SYDNEY: If humans have free will, then so do subatomic particles such as electrons, say U.S. mathematicians.
“If experimenters have a certain freedom, then particles have exactly the same kind of freedom,” wrote mathematicians John Conway and Simon Kochen, of Princeton University in New Jersey, in a recent paper published in Notices of the American Mathematical Society.
“Indeed, it is natural to suppose that this latter freedom is the ultimate explanation of our own,” they said.
The quantum world
Quantum mechanics is a theory that uses probability to predict how particles will behave. But on a case-by-case basis, the behaviour of each particle is almost completely unpredictable.
Not accepting such unpredictable behaviour, some scientists have proposed the existence of hitherto unknown forces or properties they call ‘hidden variables’. They argue that the randomness of particle behaviour is only a mirage, and the behaviour would be entirely predictable – or ‘deterministic’ – if only the hidden variables were known.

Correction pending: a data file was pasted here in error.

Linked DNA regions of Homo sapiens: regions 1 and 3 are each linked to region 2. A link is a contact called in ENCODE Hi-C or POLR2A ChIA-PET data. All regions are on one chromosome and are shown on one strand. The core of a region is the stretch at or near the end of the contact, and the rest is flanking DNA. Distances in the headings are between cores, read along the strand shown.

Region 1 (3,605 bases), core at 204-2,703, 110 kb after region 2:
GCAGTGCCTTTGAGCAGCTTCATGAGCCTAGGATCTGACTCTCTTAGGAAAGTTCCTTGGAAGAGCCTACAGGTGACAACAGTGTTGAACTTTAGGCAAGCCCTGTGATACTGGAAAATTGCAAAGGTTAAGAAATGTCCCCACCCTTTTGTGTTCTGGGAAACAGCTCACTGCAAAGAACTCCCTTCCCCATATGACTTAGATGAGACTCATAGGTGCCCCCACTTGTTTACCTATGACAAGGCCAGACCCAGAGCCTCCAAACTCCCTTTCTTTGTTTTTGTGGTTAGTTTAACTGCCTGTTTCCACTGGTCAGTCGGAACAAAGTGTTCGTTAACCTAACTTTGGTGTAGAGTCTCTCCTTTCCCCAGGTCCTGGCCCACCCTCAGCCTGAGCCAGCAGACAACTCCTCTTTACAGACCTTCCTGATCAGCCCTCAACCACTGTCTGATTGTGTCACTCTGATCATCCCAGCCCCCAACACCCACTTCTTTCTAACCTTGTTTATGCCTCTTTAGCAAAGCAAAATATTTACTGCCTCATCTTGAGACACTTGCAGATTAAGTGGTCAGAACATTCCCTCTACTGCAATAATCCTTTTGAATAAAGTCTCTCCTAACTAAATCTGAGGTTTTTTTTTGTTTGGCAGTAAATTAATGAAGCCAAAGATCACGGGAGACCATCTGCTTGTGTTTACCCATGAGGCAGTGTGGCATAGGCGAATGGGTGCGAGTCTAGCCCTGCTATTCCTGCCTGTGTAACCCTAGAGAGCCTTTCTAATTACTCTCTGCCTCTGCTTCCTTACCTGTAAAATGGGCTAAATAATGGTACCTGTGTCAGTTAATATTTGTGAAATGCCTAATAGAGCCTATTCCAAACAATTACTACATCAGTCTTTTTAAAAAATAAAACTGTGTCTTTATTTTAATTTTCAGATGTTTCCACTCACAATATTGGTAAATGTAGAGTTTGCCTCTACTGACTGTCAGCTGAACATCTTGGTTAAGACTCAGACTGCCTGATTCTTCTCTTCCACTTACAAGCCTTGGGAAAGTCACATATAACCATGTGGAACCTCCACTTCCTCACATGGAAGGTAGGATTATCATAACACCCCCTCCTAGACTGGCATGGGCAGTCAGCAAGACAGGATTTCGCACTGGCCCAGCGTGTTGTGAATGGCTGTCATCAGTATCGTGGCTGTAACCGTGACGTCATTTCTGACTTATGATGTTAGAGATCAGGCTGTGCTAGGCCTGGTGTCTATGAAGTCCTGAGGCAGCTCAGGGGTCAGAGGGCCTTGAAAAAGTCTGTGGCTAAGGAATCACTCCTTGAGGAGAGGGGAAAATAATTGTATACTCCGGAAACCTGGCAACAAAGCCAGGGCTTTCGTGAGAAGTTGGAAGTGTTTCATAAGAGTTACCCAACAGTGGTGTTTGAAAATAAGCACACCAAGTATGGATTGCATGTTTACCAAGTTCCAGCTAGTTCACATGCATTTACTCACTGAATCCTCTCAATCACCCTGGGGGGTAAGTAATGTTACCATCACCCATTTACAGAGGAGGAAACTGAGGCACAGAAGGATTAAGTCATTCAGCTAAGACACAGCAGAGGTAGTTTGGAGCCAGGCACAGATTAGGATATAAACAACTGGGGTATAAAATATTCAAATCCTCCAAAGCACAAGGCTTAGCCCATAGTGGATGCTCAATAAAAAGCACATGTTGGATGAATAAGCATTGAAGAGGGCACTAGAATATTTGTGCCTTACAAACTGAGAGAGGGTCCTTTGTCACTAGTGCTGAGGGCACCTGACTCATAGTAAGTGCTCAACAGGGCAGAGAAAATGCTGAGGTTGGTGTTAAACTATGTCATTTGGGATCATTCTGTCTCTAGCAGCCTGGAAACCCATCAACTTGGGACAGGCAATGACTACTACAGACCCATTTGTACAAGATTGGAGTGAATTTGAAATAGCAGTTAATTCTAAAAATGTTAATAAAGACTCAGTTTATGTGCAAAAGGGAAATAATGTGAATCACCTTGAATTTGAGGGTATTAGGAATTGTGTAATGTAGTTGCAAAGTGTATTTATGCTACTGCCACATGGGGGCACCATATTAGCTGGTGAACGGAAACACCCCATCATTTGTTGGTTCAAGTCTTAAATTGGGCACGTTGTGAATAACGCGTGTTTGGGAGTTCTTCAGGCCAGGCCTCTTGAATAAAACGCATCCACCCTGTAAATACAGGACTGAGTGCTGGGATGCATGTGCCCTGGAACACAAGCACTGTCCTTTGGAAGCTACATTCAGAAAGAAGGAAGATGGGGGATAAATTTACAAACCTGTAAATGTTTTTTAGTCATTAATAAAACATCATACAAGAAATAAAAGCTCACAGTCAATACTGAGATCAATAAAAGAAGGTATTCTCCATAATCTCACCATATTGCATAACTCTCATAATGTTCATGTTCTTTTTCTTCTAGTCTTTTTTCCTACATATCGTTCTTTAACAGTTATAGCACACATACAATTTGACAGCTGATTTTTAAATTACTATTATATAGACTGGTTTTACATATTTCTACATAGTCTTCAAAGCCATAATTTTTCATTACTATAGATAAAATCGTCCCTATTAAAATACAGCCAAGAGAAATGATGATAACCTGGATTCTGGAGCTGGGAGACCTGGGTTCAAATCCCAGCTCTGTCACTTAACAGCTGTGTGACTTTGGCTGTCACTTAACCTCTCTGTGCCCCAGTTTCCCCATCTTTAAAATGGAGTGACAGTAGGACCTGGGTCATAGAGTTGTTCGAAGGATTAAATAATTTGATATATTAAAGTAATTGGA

This, the duo argue, is no longer a valid interpretation of quantum mechanics. “Any such theories must now contain some indeterminism – or ‘free will’,” said Stephen Bartlett, a quantum physicist at the University of Sydney, who agreed with the general thrust of the arguments made by the Princeton duo.
“Conway and Kochen prove that the randomness does not depend on anything. They prove that the outcomes of these quantum random events are really completely independent of anything that has happened in the past,” he added.
The free will theorem
The U.S. mathematicians based their deductions on three unassailable theorems, which also happen to rhyme: ‘spin’ – measuring a quantum property called spin of an elementary particle; ‘twin’ – that a pair of particles are correlated; and ‘min’ – that an experimenter’s choice of what to measure cannot be communicated faster than the speed of light.
If experimenters are free to choose between experiments – that is, the choice of experiments is not predetermined by past events – then the particle must also decide how to act on the spur of the moment.
Bartlett believes Conway and Kochen’s work is convincing. “It’s quite an interesting result. Their research falls into the broad category of exploring just how strange the quantum world is,” he says.
Conway is currently presenting his theorem in a series of lectures at Princeton University.
Princeton: High-powered mathematicians take on free will